Alex Massie

The lies we tell ourselves

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This is a depressing paragraph:

William Wallace was a failure who only won one key battle; Robert the Bruce was a usurper struggling to retain power; Scotland was a willing entrant into the Act of Union. Such claims will infuriate nationalists and unionists alike when the BBC seeks to explode myths in Scottish history in a landmark series.

It is, of course, depressing that such judgments might be considered "controversial". Why they should infuriate anyone remains a mystery given that they are, well, true.

I don't think I need re-iterate my objections to the Braveheart fetish. Suffice it to say that it is all too typical that we should concentrate upon the noble failure (Wallace) rather than the complex - and oft conflicted - victor (Bruce). What one may say for Wallace is that he made Bruce possible. That's no small medal to wear; equally one may recognise Bruce's greatness while acknowledging that the manner in which he came to power was at best messy and, quite possibly, illegitimate.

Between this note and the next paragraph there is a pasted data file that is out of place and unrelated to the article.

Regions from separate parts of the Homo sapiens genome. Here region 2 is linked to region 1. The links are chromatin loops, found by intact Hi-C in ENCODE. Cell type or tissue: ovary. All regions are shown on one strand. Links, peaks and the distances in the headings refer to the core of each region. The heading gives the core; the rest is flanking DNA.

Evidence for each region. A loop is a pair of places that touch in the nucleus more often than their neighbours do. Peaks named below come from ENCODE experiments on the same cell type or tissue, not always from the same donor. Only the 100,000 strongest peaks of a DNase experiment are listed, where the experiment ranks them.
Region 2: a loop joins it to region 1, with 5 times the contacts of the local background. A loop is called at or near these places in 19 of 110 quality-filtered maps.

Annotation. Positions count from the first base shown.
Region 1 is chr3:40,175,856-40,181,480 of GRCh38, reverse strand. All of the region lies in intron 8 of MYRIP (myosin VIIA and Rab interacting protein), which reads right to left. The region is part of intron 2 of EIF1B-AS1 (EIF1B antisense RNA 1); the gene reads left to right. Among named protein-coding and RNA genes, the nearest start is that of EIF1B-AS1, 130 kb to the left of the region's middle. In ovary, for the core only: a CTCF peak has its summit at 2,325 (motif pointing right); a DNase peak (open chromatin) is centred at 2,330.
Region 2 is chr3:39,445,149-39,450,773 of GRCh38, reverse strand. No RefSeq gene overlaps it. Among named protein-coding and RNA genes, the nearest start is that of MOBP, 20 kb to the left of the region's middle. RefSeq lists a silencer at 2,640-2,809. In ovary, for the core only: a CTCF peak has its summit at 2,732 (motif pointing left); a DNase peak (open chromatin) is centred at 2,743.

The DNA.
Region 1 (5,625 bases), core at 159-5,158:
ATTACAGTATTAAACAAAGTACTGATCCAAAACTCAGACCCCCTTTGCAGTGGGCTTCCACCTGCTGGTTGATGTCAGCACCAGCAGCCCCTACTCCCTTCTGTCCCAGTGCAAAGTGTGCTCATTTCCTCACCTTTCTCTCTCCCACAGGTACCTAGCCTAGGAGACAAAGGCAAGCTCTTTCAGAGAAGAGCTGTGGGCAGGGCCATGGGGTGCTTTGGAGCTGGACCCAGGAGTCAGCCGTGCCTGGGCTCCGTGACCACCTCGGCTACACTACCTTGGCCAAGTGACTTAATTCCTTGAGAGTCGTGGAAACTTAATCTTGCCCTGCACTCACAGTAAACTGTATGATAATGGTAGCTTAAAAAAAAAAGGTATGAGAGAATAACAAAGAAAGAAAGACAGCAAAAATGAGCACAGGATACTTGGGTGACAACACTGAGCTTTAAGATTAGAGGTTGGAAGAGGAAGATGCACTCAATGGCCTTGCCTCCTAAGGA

Similarly, the most depressing - and, for that matter, witless - argument for independence is that it would right some (imagined) historical wrong. The Union was formed - albeit in pressing, difficult times - as a matter of national interest; the argument for its end, or survival, rests on precisely the same consideration of what may be in Scotland's best interests in the future. Sentiment and custom should have a role, but not a veto, in this.

Nonetheless, the most depressing feature of all is that ay of this needs to be pointed out at all. But then history is a messier affair than most people like to imagine.

Written byAlex Massie

Alex Massie is Scotland Editor of The Spectator. He also writes a column for The Times and is a regular contributor to the Scottish Daily Mail, The Scotsman and other publications.

Topics in this articlePoliticshistoryscotland